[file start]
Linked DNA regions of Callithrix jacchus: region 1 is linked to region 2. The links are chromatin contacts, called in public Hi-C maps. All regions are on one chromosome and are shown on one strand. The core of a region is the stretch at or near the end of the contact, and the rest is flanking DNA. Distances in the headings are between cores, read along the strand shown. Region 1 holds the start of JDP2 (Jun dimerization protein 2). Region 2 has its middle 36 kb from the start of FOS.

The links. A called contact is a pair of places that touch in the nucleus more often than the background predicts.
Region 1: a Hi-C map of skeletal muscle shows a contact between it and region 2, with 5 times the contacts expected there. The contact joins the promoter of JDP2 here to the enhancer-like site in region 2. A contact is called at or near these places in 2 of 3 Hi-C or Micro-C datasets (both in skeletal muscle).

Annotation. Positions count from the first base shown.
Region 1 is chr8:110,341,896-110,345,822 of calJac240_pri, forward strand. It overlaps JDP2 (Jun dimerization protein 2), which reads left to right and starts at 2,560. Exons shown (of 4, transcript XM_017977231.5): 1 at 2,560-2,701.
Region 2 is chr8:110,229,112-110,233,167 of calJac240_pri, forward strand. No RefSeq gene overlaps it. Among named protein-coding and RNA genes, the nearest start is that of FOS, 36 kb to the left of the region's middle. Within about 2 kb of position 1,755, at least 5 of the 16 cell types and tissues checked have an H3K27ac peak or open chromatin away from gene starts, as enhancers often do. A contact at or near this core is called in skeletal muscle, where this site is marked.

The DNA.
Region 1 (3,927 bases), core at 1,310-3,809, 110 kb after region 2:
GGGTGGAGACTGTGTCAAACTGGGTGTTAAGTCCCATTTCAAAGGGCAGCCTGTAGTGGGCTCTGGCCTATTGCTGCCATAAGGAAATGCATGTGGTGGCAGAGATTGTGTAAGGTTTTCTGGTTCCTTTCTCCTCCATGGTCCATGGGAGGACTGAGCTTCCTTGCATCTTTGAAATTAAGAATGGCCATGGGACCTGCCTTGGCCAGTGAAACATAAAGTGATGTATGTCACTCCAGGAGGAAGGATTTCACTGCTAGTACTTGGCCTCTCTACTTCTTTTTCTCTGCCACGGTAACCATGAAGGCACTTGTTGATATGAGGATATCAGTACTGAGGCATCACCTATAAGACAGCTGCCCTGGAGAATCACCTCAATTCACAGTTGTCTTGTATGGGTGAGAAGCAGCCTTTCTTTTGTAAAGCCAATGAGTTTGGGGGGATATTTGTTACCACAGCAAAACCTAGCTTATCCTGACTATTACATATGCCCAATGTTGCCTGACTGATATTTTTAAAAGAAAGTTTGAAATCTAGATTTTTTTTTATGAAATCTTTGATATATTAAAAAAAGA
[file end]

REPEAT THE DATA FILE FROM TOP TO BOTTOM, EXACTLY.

Linked DNA regions of Callithrix jacchus: region 1 is linked to region 2. The links are chromatin contacts, called in public Hi-C maps. All regions are on one chromosome and are shown on one strand. The core of a region is the stretch at or near the end of the contact, and the rest is flanking DNA. Distances in the headings are between cores, read along the strand shown. Region 1 holds the start of JDP2 (Jun dimerization protein 2). Region 2 has its middle 36 kb from the start of FOS.

The links. A called contact is a pair of places that touch in the nucleus more often than the background predicts.
Region 1: a Hi-C map of skeletal muscle shows a contact between it and region 2, with 5 times the contacts expected there. The contact joins the promoter of JDP2 here to the enhancer-like site in region 2. A contact is called at or near these places in 2 of 3 Hi-C or Micro-C datasets (both in skeletal muscle).

Annotation. Positions count from the first base shown.
Region 1 is chr8:110,341,896-110,345,822 of calJac240_pri, forward strand. It overlaps JDP2 (Jun dimerization protein 2), which reads left to right and starts at 2,560. Exons shown (of 4, transcript XM_017977231.5): 1 at 2,560-2,701.
Region 2 is chr8:110,229,112-110,233,167 of calJac240_pri, forward strand. No RefSeq gene overlaps it. Among named protein-coding and RNA genes, the nearest start is that of FOS, 36 kb to the left of the region's middle. Within about 2 kb of position 1,755, at least 5 of the 16 cell types and tissues checked have an H3K27ac peak or open chromatin away from gene starts, as enhancers often do. A contact at or near this core is called in skeletal muscle, where this site is marked.

The DNA.
Region 1 (3,927 bases), core at 1,310-3,809, 110 kb after region 2:
GGGTGGAGACTGTGTCAAACTGGGTGTTAAGTCCCATTTCAAAGGGCAGCCTGTAGTGGGCTCTGGCCTATTGCTGCCATAAGGAAATGCATGTGGTGGCAGAGATTGTGTAAGGTTTTCTGGTTCCTTTCTCCTCCATGGTCCATGGGAGGACTGAGCTTCCTTGCATCTTTGAAATTAAGAATGGCCATGGGACCTGCCTTGGCCAGTGAAACATAAAGTGATGTATGTCACTCCAGGAGGAAGGATTTCACTGCTAGTACTTGGCCTCTCTACTTCTTTTTCTCTGCCACGGTAACCATGAAGGCACTTGTTGATATGAGGATATCAGTACTGAGGCATCACCTATAAGACAGCTGCCCTGGAGAATCACCTCAATTCACAGTTGTCTTGTATGGGTGAGAAGCAGCCTTTCTTTTGTAAAGCCAATGAGTTTGGGGGGATATTTGTTACCACAGCAAAACCTAGCTTATCCTGACTATTACATATGCCCAATGTTGCCTGACTGATATTTTTAAAAGAAAGTTTGAAATCTAGATTTTTTTTTATGAAATCTTTGATATATTAAAAAAAGA